Carpal tunnel syndrome is a painful disorder of the wrist and hand. It occurs when pressure is applied to the median nerve. The median nerve passes through your forearm into your hand. As it goes to the hand it passes through a tunnel know as the carpal tunnel. The carpal tunnel has as its floor the wrist carpal bones and as its roof a layer of connective tissue. Inside the tunnel are also the tendons of the hand and finger muscles. The tendons are covered by a lubricating membrane that under certain circumstances can become enlarged and swollen. This results in decreased space in the carpal tunnel that leads to pressure on the median nerve.
The lubricating membrane of the tendons can become swollen under the following circumstances:
• repetitive and forceful grasping with the hands
• repetitive bending of the wrist
• broken or dislocated bones in the wrist which produce swelling
• arthritis, especially the rheumatoid type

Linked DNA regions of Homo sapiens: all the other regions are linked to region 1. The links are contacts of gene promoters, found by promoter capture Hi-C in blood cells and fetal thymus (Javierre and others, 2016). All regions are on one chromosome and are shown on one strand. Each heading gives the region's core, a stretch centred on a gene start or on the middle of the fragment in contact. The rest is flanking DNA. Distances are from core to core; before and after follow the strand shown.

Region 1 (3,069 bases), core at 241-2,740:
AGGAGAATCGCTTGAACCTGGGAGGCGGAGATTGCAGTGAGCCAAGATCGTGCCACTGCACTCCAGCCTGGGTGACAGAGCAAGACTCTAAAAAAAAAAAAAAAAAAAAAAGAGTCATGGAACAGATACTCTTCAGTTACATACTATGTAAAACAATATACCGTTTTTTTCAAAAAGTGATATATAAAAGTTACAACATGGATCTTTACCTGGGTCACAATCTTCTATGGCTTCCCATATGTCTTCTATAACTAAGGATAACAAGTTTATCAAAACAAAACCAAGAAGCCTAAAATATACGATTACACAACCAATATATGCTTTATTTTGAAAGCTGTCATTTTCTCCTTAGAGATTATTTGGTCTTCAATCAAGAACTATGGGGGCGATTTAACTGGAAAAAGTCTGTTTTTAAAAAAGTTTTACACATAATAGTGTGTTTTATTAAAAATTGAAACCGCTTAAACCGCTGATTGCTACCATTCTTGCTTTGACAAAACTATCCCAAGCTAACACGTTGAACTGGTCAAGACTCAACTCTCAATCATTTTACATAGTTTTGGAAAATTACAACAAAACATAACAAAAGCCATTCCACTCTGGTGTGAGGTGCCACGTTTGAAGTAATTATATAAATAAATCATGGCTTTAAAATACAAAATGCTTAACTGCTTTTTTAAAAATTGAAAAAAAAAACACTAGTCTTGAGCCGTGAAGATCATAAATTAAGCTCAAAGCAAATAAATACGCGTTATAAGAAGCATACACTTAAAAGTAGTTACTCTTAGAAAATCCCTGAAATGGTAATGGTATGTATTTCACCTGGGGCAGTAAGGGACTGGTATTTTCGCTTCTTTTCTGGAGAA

• thyroid gland imbalance
• sugar diabetes
• hormonal changes associated with menopause
Symptoms of Carpal tunnel syndrome
• Pain, numbness, or tingling in your hand and wrist, especially in the thumb and index and middle fingers
• Pain may radiate up into the forearm
• Pain that increases with increased use of the hand
• Pain that increases at night
• Weak grip and tendency to drop objects held in the hand
• Sensitivity to cold
• Muscle deterioration especially in the thumb (in later stages)
Diagnosis and treatment
Through assessment of your symptoms and physical examination of your hand your physiotherapist or doctor will be able to diagnose Carpal tunnel syndrome. In some cases your doctor may also prescribe nerve tests.
Initial management of this condition involves reducing pain and inflammation. This would involve rest from aggravating activities, the use of electrotherapeutic modalities and soft tissue techniques by your physiotherapist and the wearing of a night brace/splint to prevent bending of the wrist/hand. Your physiotherapist will also educate you about this condition and preventative measures to try and avoid re-occurrence. In some cases the condition does not settle and surgery is required to release the connective tissue to allow more room for the median nerve.